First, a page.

I wish I would have paid closer attention while I was there.
Is anyone willing to be adamantly insistant that this series of BP revolvers is not worth the trouble?
I'm asking because I would like to go back later this week with the money and a magnet, maybe enough stuff to pull the wedge and eyeball the thing a bit better , and I would likely avoid if I experience a lot of "caution" from the likes of "expert" advice that I may get via this and (Firing Line) other BP forums.

Sorry about the long winded / somewhat fractious thread , I hope to carry it much further and draw some knowledge from the members here.
If the revolver purchase pans out I would expect that it will be USED to lessen wear and tear on the aforementioned brass framed 1851 and hopefully, gut my 16 year old intererested enough that he will pick it up and learn the art and good times associated with BP firearms ownership.

Thanks in advance,

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January 16, 2011, 02:13 PM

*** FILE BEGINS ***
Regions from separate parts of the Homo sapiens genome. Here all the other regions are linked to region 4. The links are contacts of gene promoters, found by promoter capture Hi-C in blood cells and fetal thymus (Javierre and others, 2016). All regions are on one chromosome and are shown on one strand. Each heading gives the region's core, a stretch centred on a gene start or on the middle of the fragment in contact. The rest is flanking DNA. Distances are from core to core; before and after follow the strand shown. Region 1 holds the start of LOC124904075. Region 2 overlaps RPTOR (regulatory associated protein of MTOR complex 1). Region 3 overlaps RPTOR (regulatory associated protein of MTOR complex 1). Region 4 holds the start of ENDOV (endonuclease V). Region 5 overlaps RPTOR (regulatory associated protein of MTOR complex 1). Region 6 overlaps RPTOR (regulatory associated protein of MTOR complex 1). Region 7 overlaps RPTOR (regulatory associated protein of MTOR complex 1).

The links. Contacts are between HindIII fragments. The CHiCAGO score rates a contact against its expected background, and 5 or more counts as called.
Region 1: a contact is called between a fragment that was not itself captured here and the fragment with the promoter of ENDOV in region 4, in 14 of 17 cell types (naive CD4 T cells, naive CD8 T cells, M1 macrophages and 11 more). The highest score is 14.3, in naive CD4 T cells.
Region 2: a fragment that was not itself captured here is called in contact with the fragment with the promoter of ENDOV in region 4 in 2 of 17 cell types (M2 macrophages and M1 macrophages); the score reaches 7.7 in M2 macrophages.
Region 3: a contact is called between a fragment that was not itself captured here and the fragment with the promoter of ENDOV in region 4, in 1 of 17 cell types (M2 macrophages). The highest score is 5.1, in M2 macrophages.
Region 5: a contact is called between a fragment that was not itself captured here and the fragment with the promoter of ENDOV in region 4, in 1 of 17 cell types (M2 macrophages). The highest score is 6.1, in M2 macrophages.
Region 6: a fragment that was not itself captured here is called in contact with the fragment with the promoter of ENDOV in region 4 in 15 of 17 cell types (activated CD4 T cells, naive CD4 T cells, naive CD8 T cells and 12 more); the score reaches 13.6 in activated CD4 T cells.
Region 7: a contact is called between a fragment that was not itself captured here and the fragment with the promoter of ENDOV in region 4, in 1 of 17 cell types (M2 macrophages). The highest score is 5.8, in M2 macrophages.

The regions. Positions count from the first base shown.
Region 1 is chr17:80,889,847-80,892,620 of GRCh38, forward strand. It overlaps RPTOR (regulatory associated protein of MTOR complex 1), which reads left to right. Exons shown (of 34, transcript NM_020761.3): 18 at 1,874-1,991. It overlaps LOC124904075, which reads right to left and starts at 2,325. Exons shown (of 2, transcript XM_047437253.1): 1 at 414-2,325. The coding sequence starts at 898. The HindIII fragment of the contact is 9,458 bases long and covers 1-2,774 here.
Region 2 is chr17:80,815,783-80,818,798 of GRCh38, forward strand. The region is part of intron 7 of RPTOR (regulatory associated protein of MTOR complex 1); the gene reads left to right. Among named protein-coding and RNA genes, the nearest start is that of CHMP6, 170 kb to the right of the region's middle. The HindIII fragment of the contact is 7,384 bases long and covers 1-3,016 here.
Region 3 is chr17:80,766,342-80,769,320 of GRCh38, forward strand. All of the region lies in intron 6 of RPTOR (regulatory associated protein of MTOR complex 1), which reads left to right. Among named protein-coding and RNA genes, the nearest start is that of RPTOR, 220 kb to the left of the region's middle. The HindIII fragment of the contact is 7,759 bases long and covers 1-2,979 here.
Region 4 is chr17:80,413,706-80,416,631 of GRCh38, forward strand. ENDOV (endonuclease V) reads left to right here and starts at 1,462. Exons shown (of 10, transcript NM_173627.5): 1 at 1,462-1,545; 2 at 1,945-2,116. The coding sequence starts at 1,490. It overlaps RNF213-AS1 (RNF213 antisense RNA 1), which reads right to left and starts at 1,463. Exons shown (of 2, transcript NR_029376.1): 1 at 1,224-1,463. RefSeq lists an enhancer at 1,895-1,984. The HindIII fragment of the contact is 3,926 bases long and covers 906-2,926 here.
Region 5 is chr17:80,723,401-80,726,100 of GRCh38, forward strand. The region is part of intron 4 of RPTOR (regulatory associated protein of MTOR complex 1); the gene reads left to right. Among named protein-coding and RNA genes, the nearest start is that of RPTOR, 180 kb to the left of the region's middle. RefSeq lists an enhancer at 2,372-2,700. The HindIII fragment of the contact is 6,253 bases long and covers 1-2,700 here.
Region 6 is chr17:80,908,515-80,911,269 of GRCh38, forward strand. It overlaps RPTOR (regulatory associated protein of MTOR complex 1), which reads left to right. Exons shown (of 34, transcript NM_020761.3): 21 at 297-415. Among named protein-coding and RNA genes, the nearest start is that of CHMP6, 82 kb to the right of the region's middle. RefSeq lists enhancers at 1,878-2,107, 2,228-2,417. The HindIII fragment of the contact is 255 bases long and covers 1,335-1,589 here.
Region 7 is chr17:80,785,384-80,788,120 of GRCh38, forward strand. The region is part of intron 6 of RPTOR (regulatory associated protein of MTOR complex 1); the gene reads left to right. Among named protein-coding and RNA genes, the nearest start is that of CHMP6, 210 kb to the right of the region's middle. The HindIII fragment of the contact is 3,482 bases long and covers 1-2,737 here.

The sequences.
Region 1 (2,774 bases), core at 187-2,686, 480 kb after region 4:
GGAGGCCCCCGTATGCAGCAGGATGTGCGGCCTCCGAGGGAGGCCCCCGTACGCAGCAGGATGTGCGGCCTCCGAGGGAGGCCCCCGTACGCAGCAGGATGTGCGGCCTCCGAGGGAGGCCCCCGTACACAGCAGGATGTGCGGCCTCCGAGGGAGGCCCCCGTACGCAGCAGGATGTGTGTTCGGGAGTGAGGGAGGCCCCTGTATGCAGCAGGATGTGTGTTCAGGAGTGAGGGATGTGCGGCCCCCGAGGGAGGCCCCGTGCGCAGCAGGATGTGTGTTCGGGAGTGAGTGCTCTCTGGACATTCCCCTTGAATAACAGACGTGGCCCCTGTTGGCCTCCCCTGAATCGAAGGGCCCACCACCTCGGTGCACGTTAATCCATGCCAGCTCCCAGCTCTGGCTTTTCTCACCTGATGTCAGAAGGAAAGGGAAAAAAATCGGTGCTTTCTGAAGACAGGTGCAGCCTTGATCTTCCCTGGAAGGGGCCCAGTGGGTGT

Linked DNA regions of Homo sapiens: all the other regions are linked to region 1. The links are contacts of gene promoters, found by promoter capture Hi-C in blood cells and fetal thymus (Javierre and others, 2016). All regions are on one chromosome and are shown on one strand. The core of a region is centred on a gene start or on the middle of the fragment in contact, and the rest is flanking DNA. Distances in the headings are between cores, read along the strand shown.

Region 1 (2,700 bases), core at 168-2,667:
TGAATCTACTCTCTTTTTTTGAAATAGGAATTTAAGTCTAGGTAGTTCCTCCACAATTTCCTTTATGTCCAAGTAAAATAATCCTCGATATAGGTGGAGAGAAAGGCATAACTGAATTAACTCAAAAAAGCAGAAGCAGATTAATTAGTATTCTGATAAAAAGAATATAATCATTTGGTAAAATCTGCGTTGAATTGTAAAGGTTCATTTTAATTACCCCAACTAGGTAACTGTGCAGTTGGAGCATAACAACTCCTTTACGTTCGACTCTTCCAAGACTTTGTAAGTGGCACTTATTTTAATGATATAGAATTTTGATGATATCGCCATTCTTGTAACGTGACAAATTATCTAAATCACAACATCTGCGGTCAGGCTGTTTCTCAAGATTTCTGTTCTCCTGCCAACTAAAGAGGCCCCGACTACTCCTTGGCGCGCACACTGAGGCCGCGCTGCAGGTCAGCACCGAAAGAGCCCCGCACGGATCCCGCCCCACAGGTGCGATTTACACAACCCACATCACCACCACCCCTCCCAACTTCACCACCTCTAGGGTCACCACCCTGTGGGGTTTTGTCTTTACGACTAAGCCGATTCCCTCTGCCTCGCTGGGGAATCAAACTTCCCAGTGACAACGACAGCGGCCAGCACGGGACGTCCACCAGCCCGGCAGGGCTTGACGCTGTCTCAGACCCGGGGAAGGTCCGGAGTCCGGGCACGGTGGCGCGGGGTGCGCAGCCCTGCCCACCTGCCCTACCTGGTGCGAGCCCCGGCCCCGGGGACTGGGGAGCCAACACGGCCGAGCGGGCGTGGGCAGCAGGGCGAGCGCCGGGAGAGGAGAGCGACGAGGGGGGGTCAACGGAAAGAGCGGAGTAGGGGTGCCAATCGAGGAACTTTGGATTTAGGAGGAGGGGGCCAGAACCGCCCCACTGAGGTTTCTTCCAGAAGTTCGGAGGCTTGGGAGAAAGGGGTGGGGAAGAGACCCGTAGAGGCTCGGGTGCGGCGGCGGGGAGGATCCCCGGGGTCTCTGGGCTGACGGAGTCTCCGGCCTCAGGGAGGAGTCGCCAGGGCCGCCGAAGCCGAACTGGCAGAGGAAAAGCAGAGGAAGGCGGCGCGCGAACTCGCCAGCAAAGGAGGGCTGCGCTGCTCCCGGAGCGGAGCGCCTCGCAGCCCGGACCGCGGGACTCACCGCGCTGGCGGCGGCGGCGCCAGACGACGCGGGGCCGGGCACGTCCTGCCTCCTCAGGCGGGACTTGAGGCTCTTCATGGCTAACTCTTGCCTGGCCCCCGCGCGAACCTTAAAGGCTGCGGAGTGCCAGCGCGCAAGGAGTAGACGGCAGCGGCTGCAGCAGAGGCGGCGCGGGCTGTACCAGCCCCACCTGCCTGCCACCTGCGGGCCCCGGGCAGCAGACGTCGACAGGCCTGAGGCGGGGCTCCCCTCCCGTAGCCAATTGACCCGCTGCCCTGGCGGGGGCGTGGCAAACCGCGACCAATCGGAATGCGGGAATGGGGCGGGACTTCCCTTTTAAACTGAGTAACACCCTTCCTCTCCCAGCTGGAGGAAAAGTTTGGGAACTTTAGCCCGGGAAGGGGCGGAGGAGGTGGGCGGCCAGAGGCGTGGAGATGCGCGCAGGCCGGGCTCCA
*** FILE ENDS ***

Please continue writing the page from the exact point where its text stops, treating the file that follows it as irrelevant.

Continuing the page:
Ok first of all Welcome to THR. I would highly recomend that you check out Black Powder essentials the first post on the main black powder listings. This has a lot of information about shooting black powder. Your ASM is Armi San Marco they made the guns for CVA back in the day. now for that gun if you pull back the hammer and its chamber lines up with the barrel and locks into battery then i would say its good to go. Do not dry fire it all. In fact i would probably just throw away the nipples and purchase a new set. You can get a new set from Deer Creek Products. The reason i say this is that 40 plus years ago the gun was made. You dont think anything of it but im sure it has probably had a couple hundred dry firings on the nipples. Making them a tad rounder on the end. You may not be able to see it but when you go to put on a cap you will notice them not seating all the way. Or you may pull the trigger to nothing then turn the cylinder to that same chamber pulling back the hammer and on the second or third pull the cap goes off. This is a sign of wrong caps or bad nipples. I would not be afraid of firing the 1851 they are very fun to shoot and are very accurate. Black powder shooting is very addictive. now i know your interested in purchasing another gun. You need to first decide if you want to shoot your current gun. If you do go try that one out first master it a little before purchasing another.